3. There is no reason to get vaccinated against COVID-19.
  4. Our nation’s public schools have been taken over by left-wing teachers who tell white kids that they should all be ashamed of being white.

If I were a multi-billionaire, what would I do with my money? Unfortunately, the really big problems—climate change, national healthcare, racism, etc.—are too big even for a billionaire. Only national governments can really address them.

Instead I would dedicate my fortune to destroying Fox News. I would do it any way I could. Marketing. Lawsuits. Boycotts. Talent poaching. Cable access. Making Rupert Murdoch’s life miserable. You name it. Nor would I have any qualms about playing fair. You have a plan for a space-based laser that interferes with Fox News broadcasts and makes them unwatchable? Great! Here’s a hundred million to give it a go.

Fox News may have started out with narrower goals, but today it’s explicitly aimed at undermining American politics and getting us to hate each other. Why? Because it adds to the fortune of an Australian plutocrat who thinks that plundering the American public is a great way of becoming ever richer. Ditto for the on-air “talent,” which has become rich by figuring out ever bigger and better ways of scaring the poor schmoes who trust them.

American politics is unlikely to recover until Fox News is reduced to rubble. Anyone know a billionaire who agrees?

11) What Texas is trying to do with its abortion law may have far-reaching consequences.  Really good stuff here from Laurence Tribe and Stephen Vladeck:

Efforts in red states to pass increasingly restrictive limits on abortions have ramped up in the past few years as the composition of the Supreme Court has made it more likely that those laws will be upheld. But a new law in Texas that’s set to go into effect on Sept. 1 is especially worrisome.

Not only has Texas banned virtually all abortions after the sixth week of pregnancy, a point at which many women do not even know they’re pregnant, it has also provided for enforcement of that ban by private citizens. If you suspect that a Texan is seeking to obtain an abortion after the sixth week of pregnancy, not only will you be able to sue the provider to try to stop it, but if you succeed, you’ll also be entitled to compensation. (And what’s known as the litigation privilege would likely protect you from a defamation claim even if you’re wrong.) The law, known as S.B. 8, effectively enlists the citizenry to act as an anti-abortion Stasi.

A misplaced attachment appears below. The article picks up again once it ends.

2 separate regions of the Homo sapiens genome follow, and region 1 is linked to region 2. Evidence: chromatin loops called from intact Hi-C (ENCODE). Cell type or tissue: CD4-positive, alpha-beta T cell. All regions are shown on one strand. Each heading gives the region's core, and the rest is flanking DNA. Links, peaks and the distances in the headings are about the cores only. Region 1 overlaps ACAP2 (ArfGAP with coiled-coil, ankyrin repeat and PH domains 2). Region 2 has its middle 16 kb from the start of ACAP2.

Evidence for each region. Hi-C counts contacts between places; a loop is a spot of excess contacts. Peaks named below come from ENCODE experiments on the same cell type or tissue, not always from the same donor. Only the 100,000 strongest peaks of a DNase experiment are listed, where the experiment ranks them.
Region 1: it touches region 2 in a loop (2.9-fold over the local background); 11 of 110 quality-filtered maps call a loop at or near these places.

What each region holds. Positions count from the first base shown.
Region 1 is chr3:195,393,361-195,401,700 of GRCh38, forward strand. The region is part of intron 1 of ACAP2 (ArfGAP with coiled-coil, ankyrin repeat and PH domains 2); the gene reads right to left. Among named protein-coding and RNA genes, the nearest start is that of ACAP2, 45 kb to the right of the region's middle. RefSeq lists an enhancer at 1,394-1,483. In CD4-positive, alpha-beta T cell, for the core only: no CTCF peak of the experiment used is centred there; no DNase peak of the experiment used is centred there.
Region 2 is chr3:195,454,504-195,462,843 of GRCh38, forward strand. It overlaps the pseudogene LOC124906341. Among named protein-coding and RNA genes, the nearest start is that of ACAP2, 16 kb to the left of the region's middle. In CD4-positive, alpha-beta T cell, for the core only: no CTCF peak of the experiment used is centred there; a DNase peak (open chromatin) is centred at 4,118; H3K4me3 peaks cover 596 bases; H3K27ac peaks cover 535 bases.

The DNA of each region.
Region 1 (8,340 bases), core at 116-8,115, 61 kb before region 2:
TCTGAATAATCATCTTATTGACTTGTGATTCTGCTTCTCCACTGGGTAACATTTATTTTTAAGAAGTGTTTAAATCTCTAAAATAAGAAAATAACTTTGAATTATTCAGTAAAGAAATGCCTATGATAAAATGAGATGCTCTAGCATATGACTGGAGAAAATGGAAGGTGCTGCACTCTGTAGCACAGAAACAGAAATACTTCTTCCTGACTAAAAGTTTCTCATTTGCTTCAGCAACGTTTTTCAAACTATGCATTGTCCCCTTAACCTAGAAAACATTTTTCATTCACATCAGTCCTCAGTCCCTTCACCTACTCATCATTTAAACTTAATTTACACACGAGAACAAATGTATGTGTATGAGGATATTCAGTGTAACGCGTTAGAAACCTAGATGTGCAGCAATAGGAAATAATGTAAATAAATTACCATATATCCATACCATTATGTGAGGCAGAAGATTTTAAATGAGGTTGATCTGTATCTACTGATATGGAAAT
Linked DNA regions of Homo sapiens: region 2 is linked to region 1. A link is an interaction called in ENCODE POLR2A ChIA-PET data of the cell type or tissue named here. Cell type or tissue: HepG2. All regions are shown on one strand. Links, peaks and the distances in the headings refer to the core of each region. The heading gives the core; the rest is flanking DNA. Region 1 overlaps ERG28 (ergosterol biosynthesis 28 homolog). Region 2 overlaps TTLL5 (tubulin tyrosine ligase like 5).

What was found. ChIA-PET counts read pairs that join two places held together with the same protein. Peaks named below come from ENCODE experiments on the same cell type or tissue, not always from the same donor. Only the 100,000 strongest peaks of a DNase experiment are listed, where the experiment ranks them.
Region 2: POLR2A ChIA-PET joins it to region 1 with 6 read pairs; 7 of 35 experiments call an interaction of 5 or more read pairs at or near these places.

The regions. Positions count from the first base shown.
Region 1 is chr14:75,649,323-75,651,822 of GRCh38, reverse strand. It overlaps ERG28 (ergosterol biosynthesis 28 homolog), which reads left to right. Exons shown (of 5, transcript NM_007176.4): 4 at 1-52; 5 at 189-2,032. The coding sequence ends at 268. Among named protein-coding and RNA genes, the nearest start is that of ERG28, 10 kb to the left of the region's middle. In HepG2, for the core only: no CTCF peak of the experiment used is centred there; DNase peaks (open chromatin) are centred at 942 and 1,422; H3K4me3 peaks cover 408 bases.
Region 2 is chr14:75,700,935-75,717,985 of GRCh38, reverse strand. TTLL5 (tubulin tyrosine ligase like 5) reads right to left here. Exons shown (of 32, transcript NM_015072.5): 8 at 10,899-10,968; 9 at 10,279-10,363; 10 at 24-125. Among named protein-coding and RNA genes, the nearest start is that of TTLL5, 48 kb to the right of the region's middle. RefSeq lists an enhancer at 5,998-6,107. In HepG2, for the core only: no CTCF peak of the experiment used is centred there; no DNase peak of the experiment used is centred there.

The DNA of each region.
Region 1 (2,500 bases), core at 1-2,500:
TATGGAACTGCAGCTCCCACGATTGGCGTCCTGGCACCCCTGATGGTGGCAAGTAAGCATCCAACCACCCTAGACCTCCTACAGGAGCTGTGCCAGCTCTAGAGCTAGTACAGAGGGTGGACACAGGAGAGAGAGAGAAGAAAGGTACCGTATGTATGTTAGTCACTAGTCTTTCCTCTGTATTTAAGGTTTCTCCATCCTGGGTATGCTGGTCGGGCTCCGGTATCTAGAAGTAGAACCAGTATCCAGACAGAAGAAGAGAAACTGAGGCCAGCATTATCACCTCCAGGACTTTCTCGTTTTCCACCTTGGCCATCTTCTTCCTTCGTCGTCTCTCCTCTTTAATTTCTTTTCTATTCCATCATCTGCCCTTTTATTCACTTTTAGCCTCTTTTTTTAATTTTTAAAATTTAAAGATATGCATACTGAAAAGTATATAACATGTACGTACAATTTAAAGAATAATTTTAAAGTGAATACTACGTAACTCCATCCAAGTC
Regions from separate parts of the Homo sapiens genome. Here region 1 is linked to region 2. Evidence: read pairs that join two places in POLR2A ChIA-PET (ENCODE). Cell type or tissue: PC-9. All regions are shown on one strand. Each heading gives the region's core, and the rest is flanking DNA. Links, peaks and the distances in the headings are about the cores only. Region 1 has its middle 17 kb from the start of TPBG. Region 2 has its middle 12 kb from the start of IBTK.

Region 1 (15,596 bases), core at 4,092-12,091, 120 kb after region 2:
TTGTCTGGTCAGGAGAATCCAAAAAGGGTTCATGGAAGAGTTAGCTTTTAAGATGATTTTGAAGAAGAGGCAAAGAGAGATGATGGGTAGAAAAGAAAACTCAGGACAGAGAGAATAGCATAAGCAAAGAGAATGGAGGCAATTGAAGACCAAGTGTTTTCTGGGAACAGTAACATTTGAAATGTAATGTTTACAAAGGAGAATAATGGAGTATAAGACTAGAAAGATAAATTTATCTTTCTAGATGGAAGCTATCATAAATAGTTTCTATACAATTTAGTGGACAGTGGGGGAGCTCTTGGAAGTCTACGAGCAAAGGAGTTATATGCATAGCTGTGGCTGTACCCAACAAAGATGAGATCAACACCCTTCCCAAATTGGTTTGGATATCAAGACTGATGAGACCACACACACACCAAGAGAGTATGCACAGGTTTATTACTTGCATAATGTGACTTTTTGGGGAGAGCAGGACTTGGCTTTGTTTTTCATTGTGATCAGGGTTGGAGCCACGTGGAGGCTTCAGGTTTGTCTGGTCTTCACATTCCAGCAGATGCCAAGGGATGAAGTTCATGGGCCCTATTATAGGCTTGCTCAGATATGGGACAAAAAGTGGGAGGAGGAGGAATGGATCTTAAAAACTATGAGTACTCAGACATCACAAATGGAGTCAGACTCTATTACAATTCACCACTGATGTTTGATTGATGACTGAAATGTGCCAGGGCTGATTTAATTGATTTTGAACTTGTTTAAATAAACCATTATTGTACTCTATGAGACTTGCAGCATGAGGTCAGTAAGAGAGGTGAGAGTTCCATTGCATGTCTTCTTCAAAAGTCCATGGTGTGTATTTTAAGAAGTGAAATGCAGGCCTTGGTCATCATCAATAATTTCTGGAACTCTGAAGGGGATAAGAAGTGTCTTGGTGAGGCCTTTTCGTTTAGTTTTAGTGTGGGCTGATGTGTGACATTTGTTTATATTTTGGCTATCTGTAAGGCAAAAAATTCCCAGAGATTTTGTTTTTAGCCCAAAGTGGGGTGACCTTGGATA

All of that would be problematic enough, but enlisting private citizens to enforce the restriction makes it very difficult, procedurally, to challenge the bill’s constitutionality in court. A lawsuit filed in federal court in Austin last week tries to get around those roadblocks. We believe that it should succeed. But if it fails, not only would that leave the most restrictive anti-abortion law in the country impervious to constitutional challenge, it would also encourage other states to follow Texas’ lead on abortion, as well as on every other contested question of social policy.

California could shift to private enforcement of its gun control regulations, never mind the Second Amendment implications of such restrictions. Vermont could shift to private enforcement of its environmental regulations, never mind the federal pre-emption implications. And the list goes on.

In the abstract, allowing citizens to help enforce the law is nothing new. Many states have so-called citizen suit or private attorney general provisions that allow people to help enforce a range of laws and rules governing consumer and environmental protection, government transparency and more. The federal government authorizes citizens to help bring certain fraud claims on behalf of the United States — and allows those citizens to share in any damages that the government receives. The critical point in both of those contexts is that citizens are supplementing government enforcement.

The Texas law, by contrast, leaves private enforcement as the only mechanism for enforcing the broad restrictions on abortions after the sixth week of pregnancy. It specifically precludes the state’s attorney general or any other state official from initiating enforcement. Under this new law, private enforcement supplants government enforcement rather than supplements it. If this seems like a strange move, it is. And it appears to be a deeply cynical one, serving no purpose other than to make the abortion ban difficult to challenge in court.

12) This was really interesting, especially for a Jeopardy fan, “What Ever Happened to IBM’s Watson? IBM’s artificial intelligence was supposed to transform industries and generate riches for the company. Neither has panned out. Now, IBM has settled on a humbler vision for Watson.”